Sun, 13 Jul 2003

One man makes a career out of lifelong love for scooters

Ask around among Vespa enthusiasts in Jakarta, and the name that keeps coming up is Pak Ronny.

Ronny Rasyidi is a wealth of knowledge about Vespas, and his enthusiasm is infectious.

Attached to his family's house, Ronny Motors on Jl. Wijaya Timur in South Jakarta is a busy but welcoming place. People constantly drop by to say hello, pick up parts or just get some advice on that latest noise they have been hearing.

"The most important reason I like vespas is there is no other motorcycle that has the brotherhood that there is among all vespa riders, it's like a big family," said Ronny. No matter what year or what condition their "ride" is in, Ronny said, Vespa owners look out for each other.

Ronny points at his 1961 125 cc Vespa classic, his pride and joy. He said all the models look good, are reliable, safe and with the extra tires and parts, it's possible to go anywhere with a Vespa. And they do not get stolen, like other motorcycles, he added.

The father of four's affection developed at an early age. When he was barely a teenager he would hang out and work at his uncle's scooter shop whenever he had free time.

"I liked the shape of the Vespas, they were a lot better looking than the Japanese bikes," said Ronny.

Ronny was already riding his uncle's Vespa in high school and continued to Vespa Dan Motors, where he trained for two years to become a licensed Vespa mechanic.

It was during this period and in the next few years, that Ronny's affection for Vespas became an obsession, becoming a "scooterist", the respected title given to true Vespa enthusiasts.

Ronny was reading trade magazines about styling, accessorizing and modifying scooters, and was tinkering heavily with his own Vespa. The Italian-designed scooters were no longer a hobby or a way to get around, they had become a part of his lifestyle.

He had read about Vespa clubs abroad and knew of Harley Davidson and automotive clubs in Jakarta, so he spearheaded the launching of the Jakarta Vespa club in 1979. Ronny has since toured throughout Java and twice gone on trips to Bali with the club.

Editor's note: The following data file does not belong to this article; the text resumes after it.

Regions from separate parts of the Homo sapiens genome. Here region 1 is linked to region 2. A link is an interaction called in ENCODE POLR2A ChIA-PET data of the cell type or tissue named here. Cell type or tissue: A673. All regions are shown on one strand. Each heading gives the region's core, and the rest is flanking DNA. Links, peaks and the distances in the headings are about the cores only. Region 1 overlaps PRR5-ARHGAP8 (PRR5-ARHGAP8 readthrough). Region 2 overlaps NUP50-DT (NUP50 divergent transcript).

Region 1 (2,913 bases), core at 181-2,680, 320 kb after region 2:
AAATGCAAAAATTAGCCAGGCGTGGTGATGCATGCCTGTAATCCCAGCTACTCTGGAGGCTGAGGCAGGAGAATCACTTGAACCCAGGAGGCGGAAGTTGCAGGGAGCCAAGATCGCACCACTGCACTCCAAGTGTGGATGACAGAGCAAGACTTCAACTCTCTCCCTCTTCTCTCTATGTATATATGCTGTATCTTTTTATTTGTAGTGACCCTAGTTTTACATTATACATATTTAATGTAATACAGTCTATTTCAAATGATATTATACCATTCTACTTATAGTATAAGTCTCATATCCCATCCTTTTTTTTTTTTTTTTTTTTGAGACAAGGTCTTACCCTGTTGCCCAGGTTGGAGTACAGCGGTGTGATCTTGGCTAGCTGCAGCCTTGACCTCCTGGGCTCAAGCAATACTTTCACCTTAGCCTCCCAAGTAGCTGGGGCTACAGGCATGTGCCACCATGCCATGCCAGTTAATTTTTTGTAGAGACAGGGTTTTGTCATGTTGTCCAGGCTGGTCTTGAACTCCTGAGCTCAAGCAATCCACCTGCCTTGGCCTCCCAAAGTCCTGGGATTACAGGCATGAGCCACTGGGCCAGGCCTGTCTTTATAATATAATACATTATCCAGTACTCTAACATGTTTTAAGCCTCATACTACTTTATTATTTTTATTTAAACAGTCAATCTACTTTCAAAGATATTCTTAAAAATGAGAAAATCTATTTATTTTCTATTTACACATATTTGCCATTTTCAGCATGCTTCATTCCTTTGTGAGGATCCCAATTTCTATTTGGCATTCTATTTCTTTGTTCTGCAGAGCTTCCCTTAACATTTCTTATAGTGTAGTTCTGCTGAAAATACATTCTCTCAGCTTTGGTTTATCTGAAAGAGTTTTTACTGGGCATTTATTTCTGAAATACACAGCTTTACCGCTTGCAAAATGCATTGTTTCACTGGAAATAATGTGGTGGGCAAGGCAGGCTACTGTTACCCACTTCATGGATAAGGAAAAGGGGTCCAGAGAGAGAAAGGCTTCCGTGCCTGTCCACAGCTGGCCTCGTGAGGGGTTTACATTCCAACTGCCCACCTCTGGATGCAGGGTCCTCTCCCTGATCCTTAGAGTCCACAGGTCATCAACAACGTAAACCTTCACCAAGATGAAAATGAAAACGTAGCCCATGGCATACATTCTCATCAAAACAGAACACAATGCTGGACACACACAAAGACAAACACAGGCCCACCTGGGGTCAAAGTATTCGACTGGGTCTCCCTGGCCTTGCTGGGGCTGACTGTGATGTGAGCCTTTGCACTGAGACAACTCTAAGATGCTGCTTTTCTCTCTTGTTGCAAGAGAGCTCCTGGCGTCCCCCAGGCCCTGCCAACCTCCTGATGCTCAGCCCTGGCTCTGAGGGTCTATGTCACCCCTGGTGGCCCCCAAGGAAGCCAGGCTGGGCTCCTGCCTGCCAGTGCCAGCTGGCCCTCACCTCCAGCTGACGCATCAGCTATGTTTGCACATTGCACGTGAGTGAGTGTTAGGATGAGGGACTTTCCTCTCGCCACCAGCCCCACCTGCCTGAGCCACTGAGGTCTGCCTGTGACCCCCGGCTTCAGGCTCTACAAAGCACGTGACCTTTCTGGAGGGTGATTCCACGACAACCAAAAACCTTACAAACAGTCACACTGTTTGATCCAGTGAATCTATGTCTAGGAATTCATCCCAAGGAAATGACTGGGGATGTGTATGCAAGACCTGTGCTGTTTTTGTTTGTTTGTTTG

The club opened with 15 people, but it has since grown to 170 members, including two foreigners and four women.

Since its opening in 1983, his shop has specialized in classic bikes and restoring vespas, but he does all and any kind of work on vespas. Since the shop caters to many enthusiasts, Ronny has earned a reputation for getting that hard to find part, and customizing vespas.

Ronny smiles when asked if it's tough to get original parts. "I know where to get parts from all over Indonesia, I often get friends to buy me parts in markets in Sulawesi, wherever."

Along with the two painters, three other mechanics, and three assistant mechanics working at the shop, there are also three apprentices training at Ronny Motors.

Even after more than 30 years of working on Vespas, Ronny continues to innovate and advance Vespa service and maintenance. He recently opened a hot line that Vespa owners can call him on anytime and he, or someone at the shop, will talk them through the problem that they are having with their scooter.

If the problem cannot be solved over the phone, a mechanic will be sent to the site or the owner and the vehicle will be picked up and brought to the shop, Ronny explained.

"The hot line was a great idea, and worked out well," said body repair specialist Udin Jaenudin, who has worked for Ronny since the shop opened, and known him since they knew were students more than 20 years ago.

Udin, who is also a Jakarta Vespa Club member, said that the passion Ronny has for Vespas makes him a good guy to work for.

Ronny's next project is to put together a book that offers tips and troubleshooting techniques. The book would be aimed at Vespa owners to help them identify and potentially fix common problems on their own.

"For me, it's not work, it's fun," said Ronny of his shop and his projects. "That is the key, it must remain a hobby."